Method #2, directly through the database, is a little more complicated. Contact me if you want instructions on how to do it. Generally, unless you have other issues, it’s much easier to use Method #1.

Step #3: upgrade your WordPress software.

If you’re stuck with using FTP, follow these upgrade instructions from the WordPress Codex.

If you’re lucky enough ( or had enough foresight ) to be on hosting that gives you shell access, here’s a 5 minute upgrade path:

Log into your hosting account through your SSH client. Navigate to your WordPress folder. Do the following (don’t do the lines prefaced by ## ):

## move config.php out of the way

mv wp-config.php wp-config.php.bak

## get rid of existing WP files

rm -rf wp-includes wp-admin wp-*.php xmlrpc.php

## get new wordpress files


## uncompress


## unzipped files were stored in /wordpress, copy from there

cp -R wordpress/* .

## get rid of zip and wordpress dir

rm -rf wordpress

## restore config

mv wp-config.php.bak wp-config.php

## done!

If you’ve followed the upgrade path through several versions, it is essential that you upgrade your wp-config.php file to the latest version that contains the authentication keys.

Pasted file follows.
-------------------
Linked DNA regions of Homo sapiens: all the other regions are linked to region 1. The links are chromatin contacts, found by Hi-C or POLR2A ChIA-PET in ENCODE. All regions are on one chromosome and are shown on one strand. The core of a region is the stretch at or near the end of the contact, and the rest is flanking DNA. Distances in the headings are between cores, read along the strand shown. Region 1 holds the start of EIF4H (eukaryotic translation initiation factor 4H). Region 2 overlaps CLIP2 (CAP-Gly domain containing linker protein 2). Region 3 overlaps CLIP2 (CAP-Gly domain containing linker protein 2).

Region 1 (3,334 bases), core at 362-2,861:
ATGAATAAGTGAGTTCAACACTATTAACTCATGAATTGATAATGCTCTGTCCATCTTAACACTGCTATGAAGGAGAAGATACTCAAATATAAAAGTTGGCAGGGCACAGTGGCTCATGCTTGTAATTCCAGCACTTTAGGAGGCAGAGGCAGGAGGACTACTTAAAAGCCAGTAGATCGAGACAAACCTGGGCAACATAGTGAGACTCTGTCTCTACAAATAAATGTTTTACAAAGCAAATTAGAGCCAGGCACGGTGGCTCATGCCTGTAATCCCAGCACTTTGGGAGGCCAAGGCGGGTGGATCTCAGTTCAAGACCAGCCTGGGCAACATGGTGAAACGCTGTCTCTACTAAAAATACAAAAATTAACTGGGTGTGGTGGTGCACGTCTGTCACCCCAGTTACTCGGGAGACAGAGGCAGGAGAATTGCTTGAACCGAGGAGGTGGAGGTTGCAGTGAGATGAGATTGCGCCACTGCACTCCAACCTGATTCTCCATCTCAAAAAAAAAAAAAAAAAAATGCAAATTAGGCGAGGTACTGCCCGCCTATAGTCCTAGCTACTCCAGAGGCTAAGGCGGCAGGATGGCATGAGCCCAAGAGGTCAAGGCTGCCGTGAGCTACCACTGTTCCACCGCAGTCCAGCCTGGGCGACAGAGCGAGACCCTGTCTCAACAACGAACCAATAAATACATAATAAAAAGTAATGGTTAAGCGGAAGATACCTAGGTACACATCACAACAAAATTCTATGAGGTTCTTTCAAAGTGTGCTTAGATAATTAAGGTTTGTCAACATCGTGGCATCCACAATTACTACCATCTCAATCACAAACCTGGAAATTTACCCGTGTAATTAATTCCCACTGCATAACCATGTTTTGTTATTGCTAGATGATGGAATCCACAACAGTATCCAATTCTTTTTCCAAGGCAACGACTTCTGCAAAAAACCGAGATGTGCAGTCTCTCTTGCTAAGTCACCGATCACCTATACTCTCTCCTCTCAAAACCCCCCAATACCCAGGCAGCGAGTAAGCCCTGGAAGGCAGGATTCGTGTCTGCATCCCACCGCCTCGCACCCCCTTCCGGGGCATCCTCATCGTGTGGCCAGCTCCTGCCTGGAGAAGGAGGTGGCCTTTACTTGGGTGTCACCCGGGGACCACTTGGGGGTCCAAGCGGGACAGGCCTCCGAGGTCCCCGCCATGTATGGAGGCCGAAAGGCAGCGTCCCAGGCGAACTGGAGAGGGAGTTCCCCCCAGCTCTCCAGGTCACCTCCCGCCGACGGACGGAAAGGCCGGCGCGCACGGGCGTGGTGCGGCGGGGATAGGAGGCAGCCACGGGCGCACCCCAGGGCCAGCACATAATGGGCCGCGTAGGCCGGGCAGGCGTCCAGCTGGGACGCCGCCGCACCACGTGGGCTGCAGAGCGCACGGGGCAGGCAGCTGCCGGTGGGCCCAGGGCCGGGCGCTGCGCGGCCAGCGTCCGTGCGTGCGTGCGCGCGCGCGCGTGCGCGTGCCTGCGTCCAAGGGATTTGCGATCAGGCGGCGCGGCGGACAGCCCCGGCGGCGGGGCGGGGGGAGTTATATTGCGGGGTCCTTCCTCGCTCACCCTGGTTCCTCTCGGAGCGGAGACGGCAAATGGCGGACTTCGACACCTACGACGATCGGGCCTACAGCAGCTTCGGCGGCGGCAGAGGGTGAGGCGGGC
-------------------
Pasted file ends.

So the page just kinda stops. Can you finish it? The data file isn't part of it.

If you want to do it directly on your server through vim, you can, but it’s probably easier to make a new config file and upload it through FTP.

Beyond Upgrading

After you’ve upgraded your WordPress software, you’ll want to make sure you’re doing everything you can to keep this from happening again. Unless, of course, you like cleaning up after these people.

To start, review Michael VanDeMar’s post on How to Completely Clean Your Hacked WordPress Installation. Much good info there.

Second, install the WP Security Scan plugin and use it.

Third, don’t do stupid things. Use strong passwords, upgrade when new releases come out. They’re not just eye candy.

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Fresh From Twitter
September 9, 2009 at 5:54 pm

{ 3 comments… read them below or add one }

Robert Nelson September 9, 2009 at 12:34 pm

WP security scan is a help, but even they acknowledge that they need to do more and hope they step up there efforts.
Even if you have both(a up to date WP version and this plug-in) you can still be hacked, I know because I was twice. It was handled poorly by Bluehost and am now with HostGator.


Steve September 9, 2009 at 12:46 pm

Unfortunately Robert, you’re dead-on right. Although the people who code WP are a fantastic smart bunch and follow coding best-practices, there’s always going to be some jerk that finds his/her way through the maze of protections.

When they do, and they’re found out, WP releases a revision that fixes the exploit. It’s a constant cat-and-mouse game, one that I don’t see an end to.

Unless we reopen Devil’s Island for malicious hackers :D


Massage Holster December 4, 2010 at 10:13 am

I never could understand why people would hack into others sites. I guess it is the same thing as vandalism i do not see how they can benefit from it in any way. Maybe their just trying to smack down the competition?